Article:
I volunteer for a nonprofit organization on NE Alberta Street called Art on Alberta. In a few weeks, we're going to present the 10th Annual Art Hop, a day long, family friendly event that always features the work of an artists whose story is (hopefully) inspiring to the residents of this neighborhood and the people who love to visit. This year, also inspired by Oregon's sesquicentennial, we're honoring an artist whose name is unfortunately not more familiar: Thelma Johnson Streat. She attended Pacific Northwest College of Art, then known as the "Museum School" because of its affiliation with the Portland Art Museum, in the 1930's and went on to international recognition. Her African American and Native American heritage led her to proclaim a "one people in one world" philosophy in her artwork, dance, and educational philosophy. Streat was the first African American woman to have her artwork purchased for the collection of the Museum of Modern Art in New York, painted murals in San Francisco with Diego Rivera, and was known internationally in her day, yet she is still unknown to most Oregonians due to her gender and race.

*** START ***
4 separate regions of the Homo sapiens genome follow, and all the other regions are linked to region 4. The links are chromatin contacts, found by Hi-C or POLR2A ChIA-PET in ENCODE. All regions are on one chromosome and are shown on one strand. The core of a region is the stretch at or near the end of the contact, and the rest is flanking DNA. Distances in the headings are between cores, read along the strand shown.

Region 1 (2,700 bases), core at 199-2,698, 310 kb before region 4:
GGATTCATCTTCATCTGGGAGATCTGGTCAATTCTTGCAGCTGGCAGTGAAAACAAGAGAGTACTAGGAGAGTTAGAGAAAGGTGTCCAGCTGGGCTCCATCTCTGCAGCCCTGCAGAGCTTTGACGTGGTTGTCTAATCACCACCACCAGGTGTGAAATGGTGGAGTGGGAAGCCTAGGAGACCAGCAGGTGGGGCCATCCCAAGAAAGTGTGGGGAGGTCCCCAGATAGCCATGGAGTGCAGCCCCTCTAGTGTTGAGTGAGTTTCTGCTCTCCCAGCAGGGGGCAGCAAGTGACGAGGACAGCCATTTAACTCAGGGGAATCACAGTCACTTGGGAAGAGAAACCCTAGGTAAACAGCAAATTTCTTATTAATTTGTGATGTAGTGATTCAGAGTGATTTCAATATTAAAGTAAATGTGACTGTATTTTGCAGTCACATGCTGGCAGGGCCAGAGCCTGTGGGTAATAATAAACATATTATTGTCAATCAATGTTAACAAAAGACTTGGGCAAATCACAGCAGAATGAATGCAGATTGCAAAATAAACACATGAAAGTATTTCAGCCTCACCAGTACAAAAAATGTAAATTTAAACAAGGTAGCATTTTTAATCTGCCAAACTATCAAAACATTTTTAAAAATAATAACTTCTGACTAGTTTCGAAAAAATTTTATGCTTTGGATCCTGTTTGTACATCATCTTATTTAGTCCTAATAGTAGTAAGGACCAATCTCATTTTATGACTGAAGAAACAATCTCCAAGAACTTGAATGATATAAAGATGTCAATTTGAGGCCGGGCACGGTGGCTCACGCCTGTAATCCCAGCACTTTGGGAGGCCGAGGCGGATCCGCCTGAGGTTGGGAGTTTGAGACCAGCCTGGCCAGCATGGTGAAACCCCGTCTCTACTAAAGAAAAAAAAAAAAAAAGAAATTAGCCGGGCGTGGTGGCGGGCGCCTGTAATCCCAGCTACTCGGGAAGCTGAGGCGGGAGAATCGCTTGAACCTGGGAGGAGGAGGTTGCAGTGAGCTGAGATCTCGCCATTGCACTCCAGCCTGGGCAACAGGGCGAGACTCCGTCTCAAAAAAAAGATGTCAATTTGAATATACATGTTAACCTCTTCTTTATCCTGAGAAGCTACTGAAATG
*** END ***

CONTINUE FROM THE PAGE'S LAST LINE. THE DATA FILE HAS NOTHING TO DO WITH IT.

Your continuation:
Art on Alberta is working with her family to present the largest show of Thelma Johnson Streat's work ever mounted. Streat's family still lives in Oregon, and they are loaning their personal collection of almost 50 of her works. It will be on display at four venues on Alberta Street during our Art Hop celebration. Historical articles, photographs, and letters will also be on display during the event.
As a "Think Out Loud" listener, I would love to tell your audience about this amazing woman to bring a new perspective to Oregon's history.
posted 4 years ago
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